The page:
Venous Ulcers

Temple University School of Podiatric Medicine's picture

By Carmelita Harbeson and James McGuire DPM, PT, CPed, FAPWHc

Compression therapies work to restore circulation, reduce edema, and enhance tissue stability. With the myriad of compression options available, sorting through which treatments are best for each patient can be a daunting task for clinicians. This post presents an introduction to Tubigrip™, a multi-purpose tubular compression bandage and focuses on its utilization in decreasing edema associated with venous and lymphatic conditions.

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Michel Hermans's picture

By Michel H.E. Hermans, MD

In the first part of this series on the challenges of conducting clinical trials in wound care, I discussed factors that include patient populations and lesion prevalence. Additional criteria and conditions of the clinical trial will be further examined in this blog.

Laurie Swezey's picture

By Laurie Swezey RN, BSN, CWOCN, CWS, FACCWS

Wound care diagnostics includes examination of wounds for the purpose of wound classification. Why does it matter? It matters because treatment varies greatly depending on the type of wound. For example, venous insufficiency ulcers are treated differently than arterial insufficiency ulcers. Failing to differentiate between these wounds could mean the loss of a limb. Let’s take a look at some of the commonly used diagnostics in wound care.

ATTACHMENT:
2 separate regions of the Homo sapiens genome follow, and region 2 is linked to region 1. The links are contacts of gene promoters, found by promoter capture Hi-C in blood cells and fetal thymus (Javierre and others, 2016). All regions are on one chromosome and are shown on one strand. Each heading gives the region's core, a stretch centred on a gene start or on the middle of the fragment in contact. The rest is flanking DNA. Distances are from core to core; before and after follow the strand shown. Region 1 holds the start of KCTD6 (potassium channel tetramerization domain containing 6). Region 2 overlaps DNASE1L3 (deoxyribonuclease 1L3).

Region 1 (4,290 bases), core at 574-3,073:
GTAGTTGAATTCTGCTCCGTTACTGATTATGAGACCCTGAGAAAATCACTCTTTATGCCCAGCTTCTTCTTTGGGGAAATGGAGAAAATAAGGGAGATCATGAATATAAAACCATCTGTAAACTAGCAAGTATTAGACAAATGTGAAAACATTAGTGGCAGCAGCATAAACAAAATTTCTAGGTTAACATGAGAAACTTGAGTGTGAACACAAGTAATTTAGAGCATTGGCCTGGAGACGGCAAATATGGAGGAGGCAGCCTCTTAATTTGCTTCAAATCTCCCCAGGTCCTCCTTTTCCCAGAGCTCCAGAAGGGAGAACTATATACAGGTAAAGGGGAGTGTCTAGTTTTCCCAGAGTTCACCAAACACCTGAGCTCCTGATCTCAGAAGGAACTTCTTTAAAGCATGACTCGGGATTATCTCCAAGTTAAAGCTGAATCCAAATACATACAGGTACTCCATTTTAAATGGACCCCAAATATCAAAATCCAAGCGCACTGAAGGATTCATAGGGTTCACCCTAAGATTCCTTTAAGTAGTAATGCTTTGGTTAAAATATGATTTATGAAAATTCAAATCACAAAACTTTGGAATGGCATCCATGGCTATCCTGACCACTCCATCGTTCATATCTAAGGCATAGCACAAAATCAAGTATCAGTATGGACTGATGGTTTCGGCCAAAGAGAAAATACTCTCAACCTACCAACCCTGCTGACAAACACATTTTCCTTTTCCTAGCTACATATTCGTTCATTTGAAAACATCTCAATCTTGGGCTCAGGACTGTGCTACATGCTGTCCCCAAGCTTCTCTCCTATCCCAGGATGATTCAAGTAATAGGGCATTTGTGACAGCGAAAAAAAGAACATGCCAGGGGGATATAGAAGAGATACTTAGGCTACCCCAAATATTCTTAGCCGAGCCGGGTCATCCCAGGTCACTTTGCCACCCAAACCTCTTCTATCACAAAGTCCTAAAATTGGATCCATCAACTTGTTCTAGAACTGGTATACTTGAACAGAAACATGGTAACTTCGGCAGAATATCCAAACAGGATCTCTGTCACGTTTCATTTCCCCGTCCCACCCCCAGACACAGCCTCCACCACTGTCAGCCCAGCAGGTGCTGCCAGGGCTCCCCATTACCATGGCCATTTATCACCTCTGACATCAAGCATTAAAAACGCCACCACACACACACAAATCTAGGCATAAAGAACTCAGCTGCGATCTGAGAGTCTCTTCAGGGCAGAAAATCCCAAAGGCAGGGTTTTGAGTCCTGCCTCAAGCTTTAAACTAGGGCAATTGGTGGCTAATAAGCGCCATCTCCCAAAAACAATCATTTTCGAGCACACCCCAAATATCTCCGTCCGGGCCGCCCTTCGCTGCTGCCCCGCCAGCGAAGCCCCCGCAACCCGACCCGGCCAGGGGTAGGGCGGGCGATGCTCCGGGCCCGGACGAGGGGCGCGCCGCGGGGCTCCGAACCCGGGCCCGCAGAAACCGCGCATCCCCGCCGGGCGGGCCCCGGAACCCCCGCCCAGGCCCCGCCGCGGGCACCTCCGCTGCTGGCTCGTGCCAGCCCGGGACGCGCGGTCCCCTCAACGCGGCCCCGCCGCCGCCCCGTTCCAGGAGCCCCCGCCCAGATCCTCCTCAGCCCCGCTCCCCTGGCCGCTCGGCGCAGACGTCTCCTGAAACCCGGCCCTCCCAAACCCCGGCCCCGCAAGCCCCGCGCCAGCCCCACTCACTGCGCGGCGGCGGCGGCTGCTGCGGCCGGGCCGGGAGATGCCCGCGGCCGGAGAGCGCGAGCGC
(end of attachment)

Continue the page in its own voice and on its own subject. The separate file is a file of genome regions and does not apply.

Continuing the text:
Aletha Tippett MD's picture

By Aletha Tippett MD

Once the individual has been thoroughly assessed for palliative care and his or her objectives and needs have been discussed, the wound care provider must determine the wound management strategy to follow. This strategy will depend upon the type of wound being treated for palliation. A summary of each type of wound and an appropriate palliative strategy are listed below, including factors such as removal of the wound cause, pain and drainage management, and odor control:

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Laurie Swezey's picture

By Laurie Swezey RN, BSN, CWOCN, CWS, FACCWS

Compression therapy is the “gold standard” for the treatment of venous ulcers. However, compression therapy is not a one-size-fits-all treatment and the clinician must decide on the right type of compression therapy for the individual client in order to prevent complications from occurring, such as ischemia and necrosis.

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